Barrington Civic Center Historic District

From Wikipedia, the free encyclopedia
Jump to: navigation, search
Barrington Civic Center
Barrington RI Town Hall in 2008.jpg
Barrington Town Hall in 2008
Location Barrington, Rhode Island
Built 1717
Architect Stone,Carpenter & Wilson; Martin & Hall
Architectural style Late Victorian, Tudor Revival, Other
Governing body Local
NRHP Reference #

76000198

[1]
Added to NRHP December 12, 1976

Barrington Civic Center Historic District is a historic district in Barrington, Rhode Island on County Road. The district consists of the Barring Town Hall, Leander R. Peck School and Peck School (now Barrington Public Library) and Prince's Hill Cemetery, located on Prince's Hill near the center of Barrington. Dating to 1728, Prince's Hill Cemetery was purchased and expanded to its present size, more than four acres, by 1898. The one-and-half story Barrington Town Hall was completed in 1888 and originally served as the town's government, library and high school. With the completion of the Leander R. Peck School in 1917, the high school moved into the adjacent building and the library used its space. The two-story Elizabethan Revival style Peck School is designed with a T-shaped plan and features a stairway to access the main entrance on the second story. The Peck School was later used by the fifth and sixth grade elementary students before becoming the public library. Also located within the district is Wood's Pond. The Barrington Civic Center Historic District was added to the National Register of Historic Places in 1976, and serves as historically significant example of civic and natural environment planning of the late nineteenth-century.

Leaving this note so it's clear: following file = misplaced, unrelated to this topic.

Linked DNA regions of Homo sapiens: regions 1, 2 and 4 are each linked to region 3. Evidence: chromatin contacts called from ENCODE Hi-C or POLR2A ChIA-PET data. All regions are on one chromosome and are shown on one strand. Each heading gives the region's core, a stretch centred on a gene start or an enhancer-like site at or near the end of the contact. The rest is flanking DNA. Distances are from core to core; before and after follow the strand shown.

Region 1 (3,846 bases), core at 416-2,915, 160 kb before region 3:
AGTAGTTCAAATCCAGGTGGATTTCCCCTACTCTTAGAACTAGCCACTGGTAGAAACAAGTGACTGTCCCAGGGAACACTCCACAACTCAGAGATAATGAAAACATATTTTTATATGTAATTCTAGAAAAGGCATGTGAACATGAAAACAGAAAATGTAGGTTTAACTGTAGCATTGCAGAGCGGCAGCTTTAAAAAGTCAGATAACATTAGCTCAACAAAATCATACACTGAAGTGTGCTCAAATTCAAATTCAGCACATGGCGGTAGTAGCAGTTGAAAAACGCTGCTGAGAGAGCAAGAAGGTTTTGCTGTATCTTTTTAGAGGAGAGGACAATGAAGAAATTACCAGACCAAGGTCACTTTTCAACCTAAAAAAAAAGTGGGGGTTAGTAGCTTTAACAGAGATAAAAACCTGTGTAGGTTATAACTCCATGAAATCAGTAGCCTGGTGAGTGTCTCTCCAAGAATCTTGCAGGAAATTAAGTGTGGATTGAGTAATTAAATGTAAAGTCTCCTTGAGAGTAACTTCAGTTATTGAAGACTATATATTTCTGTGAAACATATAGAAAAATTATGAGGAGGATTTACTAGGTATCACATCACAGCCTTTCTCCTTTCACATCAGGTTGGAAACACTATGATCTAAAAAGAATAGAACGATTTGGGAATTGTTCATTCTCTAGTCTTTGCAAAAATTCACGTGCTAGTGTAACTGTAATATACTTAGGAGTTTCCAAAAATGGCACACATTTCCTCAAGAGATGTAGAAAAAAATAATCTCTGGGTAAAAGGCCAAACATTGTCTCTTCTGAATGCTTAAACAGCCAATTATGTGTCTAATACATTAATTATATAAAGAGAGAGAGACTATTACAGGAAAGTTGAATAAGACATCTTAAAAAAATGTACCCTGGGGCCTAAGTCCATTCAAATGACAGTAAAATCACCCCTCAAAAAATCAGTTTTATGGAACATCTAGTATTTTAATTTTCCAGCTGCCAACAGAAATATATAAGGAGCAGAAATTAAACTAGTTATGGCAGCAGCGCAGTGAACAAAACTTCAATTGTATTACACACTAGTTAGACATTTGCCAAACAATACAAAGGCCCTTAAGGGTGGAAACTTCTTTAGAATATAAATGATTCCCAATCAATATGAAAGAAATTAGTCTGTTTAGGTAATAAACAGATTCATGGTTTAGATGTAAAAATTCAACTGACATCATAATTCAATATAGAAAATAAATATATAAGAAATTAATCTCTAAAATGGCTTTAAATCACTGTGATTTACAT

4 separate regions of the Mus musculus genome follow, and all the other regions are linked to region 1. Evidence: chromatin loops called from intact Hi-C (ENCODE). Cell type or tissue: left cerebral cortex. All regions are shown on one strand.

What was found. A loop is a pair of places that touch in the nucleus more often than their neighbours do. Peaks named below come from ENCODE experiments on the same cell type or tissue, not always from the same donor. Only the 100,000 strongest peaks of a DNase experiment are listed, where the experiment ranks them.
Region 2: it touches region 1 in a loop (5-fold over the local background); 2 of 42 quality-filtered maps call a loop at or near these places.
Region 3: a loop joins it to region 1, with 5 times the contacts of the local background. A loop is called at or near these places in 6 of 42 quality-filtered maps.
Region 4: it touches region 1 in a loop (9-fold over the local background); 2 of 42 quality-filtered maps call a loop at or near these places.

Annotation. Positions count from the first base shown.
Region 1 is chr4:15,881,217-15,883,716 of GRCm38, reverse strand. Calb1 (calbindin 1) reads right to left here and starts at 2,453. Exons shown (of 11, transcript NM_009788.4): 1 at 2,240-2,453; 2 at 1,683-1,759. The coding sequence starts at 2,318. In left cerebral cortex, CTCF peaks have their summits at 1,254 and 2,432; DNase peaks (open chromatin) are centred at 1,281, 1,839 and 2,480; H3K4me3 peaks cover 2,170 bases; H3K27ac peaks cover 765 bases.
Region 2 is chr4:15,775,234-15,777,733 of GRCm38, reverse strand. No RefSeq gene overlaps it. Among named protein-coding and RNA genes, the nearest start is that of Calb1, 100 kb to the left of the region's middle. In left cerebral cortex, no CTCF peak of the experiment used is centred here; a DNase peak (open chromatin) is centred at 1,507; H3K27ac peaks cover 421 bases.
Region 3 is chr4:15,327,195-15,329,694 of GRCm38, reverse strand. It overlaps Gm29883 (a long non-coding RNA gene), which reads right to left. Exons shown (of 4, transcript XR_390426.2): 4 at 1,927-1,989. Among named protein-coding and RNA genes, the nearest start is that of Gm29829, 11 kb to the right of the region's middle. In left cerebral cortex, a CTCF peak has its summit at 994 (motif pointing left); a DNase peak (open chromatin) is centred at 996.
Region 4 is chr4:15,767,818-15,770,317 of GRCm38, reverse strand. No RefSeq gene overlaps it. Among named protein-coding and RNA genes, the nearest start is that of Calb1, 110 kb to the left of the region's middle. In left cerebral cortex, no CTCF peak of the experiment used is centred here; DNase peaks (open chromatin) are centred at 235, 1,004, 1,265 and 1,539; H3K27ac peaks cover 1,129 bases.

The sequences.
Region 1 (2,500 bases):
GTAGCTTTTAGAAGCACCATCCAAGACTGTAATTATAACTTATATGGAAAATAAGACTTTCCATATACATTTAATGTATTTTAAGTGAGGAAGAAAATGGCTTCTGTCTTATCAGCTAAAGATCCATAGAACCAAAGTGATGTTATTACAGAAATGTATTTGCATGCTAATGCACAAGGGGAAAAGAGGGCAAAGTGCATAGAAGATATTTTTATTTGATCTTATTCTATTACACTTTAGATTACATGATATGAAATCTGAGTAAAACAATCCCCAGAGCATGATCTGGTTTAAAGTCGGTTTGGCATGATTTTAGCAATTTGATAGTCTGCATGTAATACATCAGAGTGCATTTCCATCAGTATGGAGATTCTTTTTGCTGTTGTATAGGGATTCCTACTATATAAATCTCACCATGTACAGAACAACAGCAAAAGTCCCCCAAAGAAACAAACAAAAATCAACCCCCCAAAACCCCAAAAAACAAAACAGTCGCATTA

Overview[edit]

Outline of the Barrington Civic Center boundary.

Located in Barrington, Rhode Island on County Road, the Barrington Civic Center Historic District includes the Barrington Town Hall, the Peck School, sports field and tennis court, Wood's pond and Prince's Hill Cemetery.[2] The cemetery dates to the early 18th-century with stones dating to 1728.[2] Bicknell's A History of Barrington, Rhode Island notes under April 7, 1886 that the town voted and approved an appropriation of $2000 for the land to build a town hall.[3] The town hall was completed in 1888 and was originally used as the town's government offices, library and school. In 1917, the high school students transferred to the newly completed and adjacent Peck School.[2]

Barrington Town Hall[edit]

Barrington Town Hall in 2014